Thursday, January 17, 2008

Inukshuk - free pattern


An inukshuk is a directional marker that signifies safety, hope and friendship. Used by Inuit, it has become a beloved symbol of all Canadians. My sister has had a passion for all things inukshuk for a long time, and I have created this pattern for her. For Kim who has never lost her way (for very long):

Yarn: Patons Classic Wool, Natural mix, Grey Mix and Dark Grey Mix, one 100 gm ball of each (although you only need about 25 gms of each so leftover scraps of worsted weight yarns would be fine) I like the natural, stone colours, but the choice is yours.
Needles: 4.5 mm straight needles.
Gauge: 20 sts and 26 rows = 4 inches
Other stuff: one foam cushion slab, 2 inches thick, cut into 8 pieces as per photo. Again, one cushion form would make several Inuksuit (plural of Inukshuk). Also you need a few pennies – you will see why below....

Finished measurement: 9 inches tall, 7 wide and 2 inches deep.

See photo drawing of pieces and cut foam to match, label with numbers to coordinate with the following knitted pieces.

Head (1): cast on 20 sts with Natural (beige) yarn. Work in stocking stitch (k right side, p wrong side) for 8 rows. Cast off 5 sts at start of next 2 rows. Work on 10 sts for 24 rows total from start, cast off.
To stitch this piece, place foam rectangle on the wide “T part” of the knitting, so the long part will wrap neatly around the foam and meet the top of the “T”, and the small tabs of the “T” fold up to cover the ends of the block. It shouldn’t be stretched too much, and should remain in a rectangle block. Sew all seams to close the block. Set aside.
Arms (2): Cast on 34 with dark grey, and work 6 rows in st st. Cast off 4 at start of next 2 rows. Continue on 26 sts until 24 rows from start. Cast off. Sew as above around foam (2).
Body (3): Cast on 18 sts with grey mix. Work 12 rows, in [row 1 K, row 2 P, row 3 K, row 4 K] repeat pattern,(this makes stripes of garter every 4th row). Cast off 4 at start of next 2 rows, then continue in stripe pattern until 32 rows total. Cast off and sew to foam.
Body (4): Same numbers as (3) but work in plain stocking stitch, and in Natural (beige) yarn.
Lower body (5): With Natural (beige) cast on 30. Pattern for this block is a form of seed stitch, row 1: (right side) k1, p1 across, row 2: (wrong side) P only, row 3: P1, k1 across, row 4: P only. Repeat these 4 rows. Work 12 rows on 30 sts. Cast off 4 on next 2 rows. Work in pattern on 22 sts, until 36 rows total. Cast off and stitch to foam.
Long leg (6): Cast on 26 sts, with grey mix, and work in st st for 12 rows. I put some random purl sts on the front side for fun. Cast off 6 sts at start of next 2 rows. Work on 14 sts until 40 rows total, cast off and sew to foam*** here I placed 5 pennies in the bottom of the foot between the foam and knitting, to add weight to ensure he stands freely.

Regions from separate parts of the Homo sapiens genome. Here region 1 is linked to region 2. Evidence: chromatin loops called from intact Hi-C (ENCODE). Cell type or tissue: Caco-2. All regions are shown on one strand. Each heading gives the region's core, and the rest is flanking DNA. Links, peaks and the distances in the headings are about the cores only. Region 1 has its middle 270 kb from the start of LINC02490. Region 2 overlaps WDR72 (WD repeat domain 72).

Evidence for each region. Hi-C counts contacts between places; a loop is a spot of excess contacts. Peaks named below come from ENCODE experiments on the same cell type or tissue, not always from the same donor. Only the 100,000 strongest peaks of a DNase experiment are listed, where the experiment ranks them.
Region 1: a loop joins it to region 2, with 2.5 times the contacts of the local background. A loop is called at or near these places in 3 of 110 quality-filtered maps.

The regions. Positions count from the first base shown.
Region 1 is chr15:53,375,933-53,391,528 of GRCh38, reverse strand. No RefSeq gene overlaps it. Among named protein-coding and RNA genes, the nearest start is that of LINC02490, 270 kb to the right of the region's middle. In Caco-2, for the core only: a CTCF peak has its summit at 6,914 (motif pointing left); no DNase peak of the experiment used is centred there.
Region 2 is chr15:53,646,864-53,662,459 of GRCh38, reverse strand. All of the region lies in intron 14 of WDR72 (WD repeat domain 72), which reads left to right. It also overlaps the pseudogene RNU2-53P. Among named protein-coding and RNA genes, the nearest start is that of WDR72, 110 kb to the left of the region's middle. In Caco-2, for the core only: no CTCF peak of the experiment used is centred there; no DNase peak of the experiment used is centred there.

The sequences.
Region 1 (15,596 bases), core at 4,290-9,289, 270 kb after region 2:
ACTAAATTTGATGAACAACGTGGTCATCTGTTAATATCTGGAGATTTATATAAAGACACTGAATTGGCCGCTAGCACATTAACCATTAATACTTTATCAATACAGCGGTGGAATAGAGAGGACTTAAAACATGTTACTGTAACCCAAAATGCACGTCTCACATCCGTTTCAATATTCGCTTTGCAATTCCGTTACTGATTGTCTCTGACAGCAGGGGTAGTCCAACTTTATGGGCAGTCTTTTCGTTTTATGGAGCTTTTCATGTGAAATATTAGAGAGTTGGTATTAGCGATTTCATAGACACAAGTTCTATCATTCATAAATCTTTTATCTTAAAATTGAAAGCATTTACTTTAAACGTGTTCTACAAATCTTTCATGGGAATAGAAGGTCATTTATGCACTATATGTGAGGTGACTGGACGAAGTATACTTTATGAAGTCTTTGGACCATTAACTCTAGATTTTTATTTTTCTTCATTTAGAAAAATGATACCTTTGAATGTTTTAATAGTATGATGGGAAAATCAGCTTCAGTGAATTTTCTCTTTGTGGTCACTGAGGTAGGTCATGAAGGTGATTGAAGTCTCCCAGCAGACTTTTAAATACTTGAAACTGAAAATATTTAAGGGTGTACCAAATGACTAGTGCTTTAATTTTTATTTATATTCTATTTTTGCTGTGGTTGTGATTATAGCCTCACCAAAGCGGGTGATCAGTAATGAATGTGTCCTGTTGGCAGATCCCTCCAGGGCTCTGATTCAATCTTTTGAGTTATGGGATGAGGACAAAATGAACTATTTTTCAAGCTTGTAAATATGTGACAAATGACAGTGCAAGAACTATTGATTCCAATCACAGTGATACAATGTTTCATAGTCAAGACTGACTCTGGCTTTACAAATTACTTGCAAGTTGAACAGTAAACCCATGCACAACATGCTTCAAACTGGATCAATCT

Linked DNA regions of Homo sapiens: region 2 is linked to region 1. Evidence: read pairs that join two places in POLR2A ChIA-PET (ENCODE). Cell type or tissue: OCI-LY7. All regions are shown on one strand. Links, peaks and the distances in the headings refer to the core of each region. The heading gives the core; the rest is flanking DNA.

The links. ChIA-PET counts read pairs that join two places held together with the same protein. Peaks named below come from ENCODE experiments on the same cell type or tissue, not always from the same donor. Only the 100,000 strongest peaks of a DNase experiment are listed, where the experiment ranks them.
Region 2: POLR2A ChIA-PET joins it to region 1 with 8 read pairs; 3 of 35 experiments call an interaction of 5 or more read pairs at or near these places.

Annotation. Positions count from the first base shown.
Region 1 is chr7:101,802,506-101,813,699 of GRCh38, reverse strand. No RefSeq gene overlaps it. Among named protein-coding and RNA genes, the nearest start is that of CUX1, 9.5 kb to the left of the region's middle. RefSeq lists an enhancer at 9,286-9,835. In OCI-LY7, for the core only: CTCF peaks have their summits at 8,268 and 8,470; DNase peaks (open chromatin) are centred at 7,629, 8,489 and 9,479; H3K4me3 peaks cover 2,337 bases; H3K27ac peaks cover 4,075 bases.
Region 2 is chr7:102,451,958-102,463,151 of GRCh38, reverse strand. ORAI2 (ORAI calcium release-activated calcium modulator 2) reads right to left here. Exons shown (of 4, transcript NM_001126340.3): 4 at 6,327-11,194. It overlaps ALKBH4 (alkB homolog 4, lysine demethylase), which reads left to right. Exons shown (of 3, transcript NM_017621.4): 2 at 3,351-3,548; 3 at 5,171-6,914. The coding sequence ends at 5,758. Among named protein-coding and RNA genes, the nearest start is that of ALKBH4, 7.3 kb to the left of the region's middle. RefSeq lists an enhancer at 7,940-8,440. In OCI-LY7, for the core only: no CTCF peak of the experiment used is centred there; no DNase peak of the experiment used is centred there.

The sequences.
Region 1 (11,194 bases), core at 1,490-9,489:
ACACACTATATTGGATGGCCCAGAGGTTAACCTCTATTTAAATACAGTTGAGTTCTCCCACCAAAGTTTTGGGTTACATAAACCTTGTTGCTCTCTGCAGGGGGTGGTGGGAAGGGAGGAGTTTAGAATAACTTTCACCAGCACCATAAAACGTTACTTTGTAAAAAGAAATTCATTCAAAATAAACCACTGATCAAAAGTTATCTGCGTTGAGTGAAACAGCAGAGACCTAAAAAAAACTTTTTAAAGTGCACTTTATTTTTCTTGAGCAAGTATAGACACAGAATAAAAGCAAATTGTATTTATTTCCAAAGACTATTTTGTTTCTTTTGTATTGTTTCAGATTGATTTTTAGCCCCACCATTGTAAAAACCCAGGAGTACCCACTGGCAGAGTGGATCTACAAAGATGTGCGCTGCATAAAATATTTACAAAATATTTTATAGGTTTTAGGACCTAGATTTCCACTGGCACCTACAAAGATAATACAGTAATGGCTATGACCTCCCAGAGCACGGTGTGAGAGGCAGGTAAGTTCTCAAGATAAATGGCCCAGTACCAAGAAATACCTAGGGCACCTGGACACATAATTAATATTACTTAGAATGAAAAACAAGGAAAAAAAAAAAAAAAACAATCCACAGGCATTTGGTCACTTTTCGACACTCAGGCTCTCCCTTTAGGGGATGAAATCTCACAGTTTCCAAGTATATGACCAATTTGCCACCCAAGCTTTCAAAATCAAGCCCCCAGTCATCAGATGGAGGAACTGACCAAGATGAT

Upper and lower leg (7& 8): Cast on 26 sts, One with grey mix and one with dark grey. Work in stocking stitch for 12 rows, cast off 7 at start of next 2 rows, then work on 12 sts until 40 rows total. Sew light grey as usual, and dark grey inside out (purl stitch on outside). *** remember to put pennies in base of lower foot.

To join, use a big sharp darning needle and yarn, and securely join 2 pieces at a time, traveling the needles through the foam (if it isn’t too dense) or around the edges, but try to keep under the edges, so out of sight.
You can rotate the pieces to please your eye, and also stretch the blocks a bit so they aren’t too square. Play with it, have fun, make a one of a kind inukshuk.


Anonymous said...

Nicely done! I can just picture the blissful moments rearranging my inukshuk and listening to my desktop fountain. Phone what phone? I don't hear any phone.

Anonymous said...

Thank you so much for sharing this pattern. My husband and I took our honeymoon in northern Canada and saw bunches of these. He had loads of fun building them as well. I'm sure he will enjoy this too. Thank you.

chris said...

Love that you love it! There is something peaceful and whimsical about the inukshuk. Sort of clunky and elegant at the same time! I tried it first with soft stuffing, but it was a pile of pillows (totally wrong), so be sure to use foam or sturdy polybatting, that holds a firm edge to get blocks. Enjoy!

Christy said...

Chris, this little guy is so cool! Wonderful pattern. I was directed to it from someone at Ravelry who saw my Inuit dolls and thought they should get married....

marliescohen said...

I love it. Very cute and original. I made an Inukshuk from old video tapes: for the same reason, I just felt drawn to it.

Linda said...

Wonderful inukshuk pattern, thanks for sharing. I'll be making one soon. I have an inukshuk made of bricks in my garden. This will be a perfect gift for my daughter in BC.

ChibyMethos said...

Thank you so much for this! It will be the perfect gift for my favorite American Archaeology teacher!

Snowbird said...

Thanks for this adorable pattern. We love all things Inukshuk! We have a stone one in our front garden at home in Ontario, and now that we winter in sunny Florida, we put one at our front path with a little Canadian flag :-)
I want to try knitting at least one of these.